In the past, our Halloweens have included a lot of CIA-type planning to keep sugar out of my kidsí cavity-prone little mouths. Weíve had the Halloween fairy visit, whisking away piles of candy in exchange for art supplies and money; weíve hosted a trading post in which the kids could trade out candy for gum, cheese sticks, tea bags and little squares of high quality dark chocolate.
This year, our original party line was (as always) to weed out the most sinister candy: the food coloring, lollipop sugar-baths and chewy little molar-snatchers. We let the kids go big on Halloween night, with the option to trade out pieces of candy for a quarter, and then move into a parceling plan of two pieces per day, in which they could choose the timing.
And then, on Day 1, Nov. 1, Col and Roseís friend Kiva was here for a sleepover, and Rose asked if she could have some candy. I reminded her that she already had her two pieces (at 8 a.m.!) and couldnít have anymore until tomorrow. Rose said, ďOKĒ and skipped away.
I then realized I didnít want to be the candy police, I didnít want to keep track of how much she had eaten, and I was curious about what sort of natural limits she would discover with complete freedom. So, at 4 p.m. Nov. 1, I announced the new decree: You are in charge of your candy, eat what you want and when itís done itís done.
And then Rose said, ďIíd like to just go on having two pieces a day.Ē
(Insert laugh track here.)
Roseís eyes waxed like full moons and she asked politely for her candy basket, which became the object of play for the rest of the night. The sound of wrappers being husked off tiny chocolate logs was the soundtrack of their night.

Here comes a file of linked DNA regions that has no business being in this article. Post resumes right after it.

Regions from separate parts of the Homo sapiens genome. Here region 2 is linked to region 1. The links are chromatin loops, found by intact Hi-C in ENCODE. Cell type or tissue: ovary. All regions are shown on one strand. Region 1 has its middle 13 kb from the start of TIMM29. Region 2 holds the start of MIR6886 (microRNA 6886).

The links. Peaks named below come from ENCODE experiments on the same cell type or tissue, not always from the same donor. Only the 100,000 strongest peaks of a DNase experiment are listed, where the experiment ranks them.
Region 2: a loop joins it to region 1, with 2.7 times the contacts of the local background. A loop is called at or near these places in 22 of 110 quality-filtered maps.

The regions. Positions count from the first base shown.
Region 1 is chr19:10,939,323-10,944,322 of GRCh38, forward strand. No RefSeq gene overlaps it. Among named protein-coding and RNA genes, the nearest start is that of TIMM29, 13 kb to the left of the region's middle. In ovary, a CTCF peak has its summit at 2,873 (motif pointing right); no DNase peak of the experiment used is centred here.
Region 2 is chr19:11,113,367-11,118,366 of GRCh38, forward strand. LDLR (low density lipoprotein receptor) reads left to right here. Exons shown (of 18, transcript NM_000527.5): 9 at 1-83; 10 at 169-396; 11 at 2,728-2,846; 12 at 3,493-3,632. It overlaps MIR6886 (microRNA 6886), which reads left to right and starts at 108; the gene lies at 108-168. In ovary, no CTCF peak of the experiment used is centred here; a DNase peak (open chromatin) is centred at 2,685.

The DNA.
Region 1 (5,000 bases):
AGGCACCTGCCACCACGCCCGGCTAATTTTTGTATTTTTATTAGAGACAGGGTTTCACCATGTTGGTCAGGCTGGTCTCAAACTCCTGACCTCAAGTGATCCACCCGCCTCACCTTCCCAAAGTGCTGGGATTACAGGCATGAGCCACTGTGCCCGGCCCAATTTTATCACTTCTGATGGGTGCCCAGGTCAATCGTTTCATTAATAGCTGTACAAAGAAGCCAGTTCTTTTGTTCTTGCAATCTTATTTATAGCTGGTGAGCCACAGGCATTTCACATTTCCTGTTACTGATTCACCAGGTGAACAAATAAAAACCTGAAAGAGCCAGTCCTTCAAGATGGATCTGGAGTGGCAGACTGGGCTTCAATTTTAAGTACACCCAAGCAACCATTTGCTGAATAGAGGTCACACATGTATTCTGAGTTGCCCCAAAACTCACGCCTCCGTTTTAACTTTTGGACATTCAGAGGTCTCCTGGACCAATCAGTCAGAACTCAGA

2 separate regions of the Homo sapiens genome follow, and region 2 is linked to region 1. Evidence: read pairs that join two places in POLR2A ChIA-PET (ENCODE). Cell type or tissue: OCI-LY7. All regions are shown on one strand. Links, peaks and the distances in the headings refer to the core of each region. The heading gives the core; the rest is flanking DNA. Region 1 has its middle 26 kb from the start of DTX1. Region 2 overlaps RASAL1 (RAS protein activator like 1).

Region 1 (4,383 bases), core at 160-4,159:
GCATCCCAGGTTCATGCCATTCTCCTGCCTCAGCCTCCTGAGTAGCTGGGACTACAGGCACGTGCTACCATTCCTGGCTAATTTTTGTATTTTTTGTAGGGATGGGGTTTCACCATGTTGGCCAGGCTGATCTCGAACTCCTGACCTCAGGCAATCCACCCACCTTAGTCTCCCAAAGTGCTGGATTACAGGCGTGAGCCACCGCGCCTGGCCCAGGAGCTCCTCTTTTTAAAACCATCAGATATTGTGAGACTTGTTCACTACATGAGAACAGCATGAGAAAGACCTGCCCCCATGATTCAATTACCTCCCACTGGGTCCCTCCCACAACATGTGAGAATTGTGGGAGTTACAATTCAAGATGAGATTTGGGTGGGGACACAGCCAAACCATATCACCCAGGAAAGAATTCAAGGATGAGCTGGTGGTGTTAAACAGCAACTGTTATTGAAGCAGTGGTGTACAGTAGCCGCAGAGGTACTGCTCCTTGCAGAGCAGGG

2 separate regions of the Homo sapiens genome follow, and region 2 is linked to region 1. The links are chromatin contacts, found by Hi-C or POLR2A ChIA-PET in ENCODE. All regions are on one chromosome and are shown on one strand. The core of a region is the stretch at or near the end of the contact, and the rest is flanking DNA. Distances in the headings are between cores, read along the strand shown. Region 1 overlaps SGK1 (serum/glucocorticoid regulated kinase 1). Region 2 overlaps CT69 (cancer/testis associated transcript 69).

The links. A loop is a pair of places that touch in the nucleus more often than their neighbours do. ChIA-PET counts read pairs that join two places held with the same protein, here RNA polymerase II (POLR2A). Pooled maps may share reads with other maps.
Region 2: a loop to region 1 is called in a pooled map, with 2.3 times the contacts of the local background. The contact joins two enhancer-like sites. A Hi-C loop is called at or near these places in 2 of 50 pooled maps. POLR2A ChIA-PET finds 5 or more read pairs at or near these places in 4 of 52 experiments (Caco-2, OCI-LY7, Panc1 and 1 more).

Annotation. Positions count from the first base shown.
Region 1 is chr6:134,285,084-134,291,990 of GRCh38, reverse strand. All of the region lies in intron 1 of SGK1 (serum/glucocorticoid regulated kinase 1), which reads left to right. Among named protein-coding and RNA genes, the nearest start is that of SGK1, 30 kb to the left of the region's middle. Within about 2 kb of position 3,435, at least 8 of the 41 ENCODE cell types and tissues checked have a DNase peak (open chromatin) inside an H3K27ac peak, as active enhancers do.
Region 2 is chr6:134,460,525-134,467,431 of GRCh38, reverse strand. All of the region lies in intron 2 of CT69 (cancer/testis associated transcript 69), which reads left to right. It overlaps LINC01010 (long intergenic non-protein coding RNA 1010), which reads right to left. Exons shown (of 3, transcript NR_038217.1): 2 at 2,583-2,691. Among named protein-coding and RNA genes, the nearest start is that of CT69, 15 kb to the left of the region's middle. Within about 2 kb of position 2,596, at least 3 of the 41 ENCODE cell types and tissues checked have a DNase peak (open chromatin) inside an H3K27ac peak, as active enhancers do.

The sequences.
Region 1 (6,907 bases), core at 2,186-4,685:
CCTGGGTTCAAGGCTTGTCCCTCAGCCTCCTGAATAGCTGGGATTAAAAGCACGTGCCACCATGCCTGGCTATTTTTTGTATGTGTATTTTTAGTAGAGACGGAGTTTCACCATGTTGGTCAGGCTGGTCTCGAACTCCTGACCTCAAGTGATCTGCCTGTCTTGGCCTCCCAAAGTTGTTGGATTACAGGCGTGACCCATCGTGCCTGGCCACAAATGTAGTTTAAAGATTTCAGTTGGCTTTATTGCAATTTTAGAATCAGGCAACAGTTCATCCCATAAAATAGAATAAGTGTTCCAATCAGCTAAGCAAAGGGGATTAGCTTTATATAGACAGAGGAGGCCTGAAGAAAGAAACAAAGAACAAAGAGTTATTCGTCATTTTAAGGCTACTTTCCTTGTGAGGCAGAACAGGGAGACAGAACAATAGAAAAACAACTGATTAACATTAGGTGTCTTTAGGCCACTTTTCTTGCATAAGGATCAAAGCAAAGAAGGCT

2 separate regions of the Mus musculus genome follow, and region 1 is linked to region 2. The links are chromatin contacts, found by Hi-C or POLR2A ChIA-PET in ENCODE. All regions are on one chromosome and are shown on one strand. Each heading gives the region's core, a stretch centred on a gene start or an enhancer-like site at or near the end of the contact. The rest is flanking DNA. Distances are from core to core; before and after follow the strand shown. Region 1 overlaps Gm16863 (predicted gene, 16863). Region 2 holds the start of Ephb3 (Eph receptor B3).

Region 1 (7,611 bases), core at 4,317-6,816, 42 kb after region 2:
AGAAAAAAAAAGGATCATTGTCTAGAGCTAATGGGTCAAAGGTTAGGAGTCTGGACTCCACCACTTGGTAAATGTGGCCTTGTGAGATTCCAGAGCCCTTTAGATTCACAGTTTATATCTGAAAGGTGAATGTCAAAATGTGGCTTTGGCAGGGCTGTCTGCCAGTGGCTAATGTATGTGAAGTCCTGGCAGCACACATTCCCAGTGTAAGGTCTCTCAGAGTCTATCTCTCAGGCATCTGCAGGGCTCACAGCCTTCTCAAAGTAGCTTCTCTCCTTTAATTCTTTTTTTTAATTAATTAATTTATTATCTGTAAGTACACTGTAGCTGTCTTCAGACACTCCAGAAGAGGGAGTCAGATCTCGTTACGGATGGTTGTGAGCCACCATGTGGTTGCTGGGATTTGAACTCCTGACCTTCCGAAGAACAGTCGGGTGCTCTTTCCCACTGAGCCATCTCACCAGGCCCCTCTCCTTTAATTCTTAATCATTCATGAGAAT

Meanwhile, I talked myself down from streaking into their room and blocking the candy basket with my body, forbidding them to eat another piece. I was way more jacked up on adrenaline and other endogenous chemicals than they ever appeared to be.
They all fell asleep promptly at 9:30 and were totally well-behaved.
I heard the first scrumple of a candy wrapper at 7 a.m. the next morning and by 9 a.m., Roseís candy was history. (She had generously shared at least half of it with Kiva. Apologies to Kivaís parents).
Col forgot about his candy for over a week and then declared that he only wants to eat his in school lunches.
I admit that I hoped Rose would get sick or bored of so much candy, but apparently she didnít (hello, mini me!). I honestly donít know what the best answer is to the whole conundrum of Halloween candy, especially when some family members can practically hear sugar calling to them from the kitchen shelf.
But I did find it interesting that these kids, who do not eat a lot of sugar, never showed any ill effects of eating so much candy all at once. And, like all experiments, hypotheses were tested and lessons were learned.
Reach Rachel Turiel at firstname.lastname@example.org.Visit her blog, 6512 and growing, on raising children, chickens and other messy, rewarding endeavors at 6,512 feet.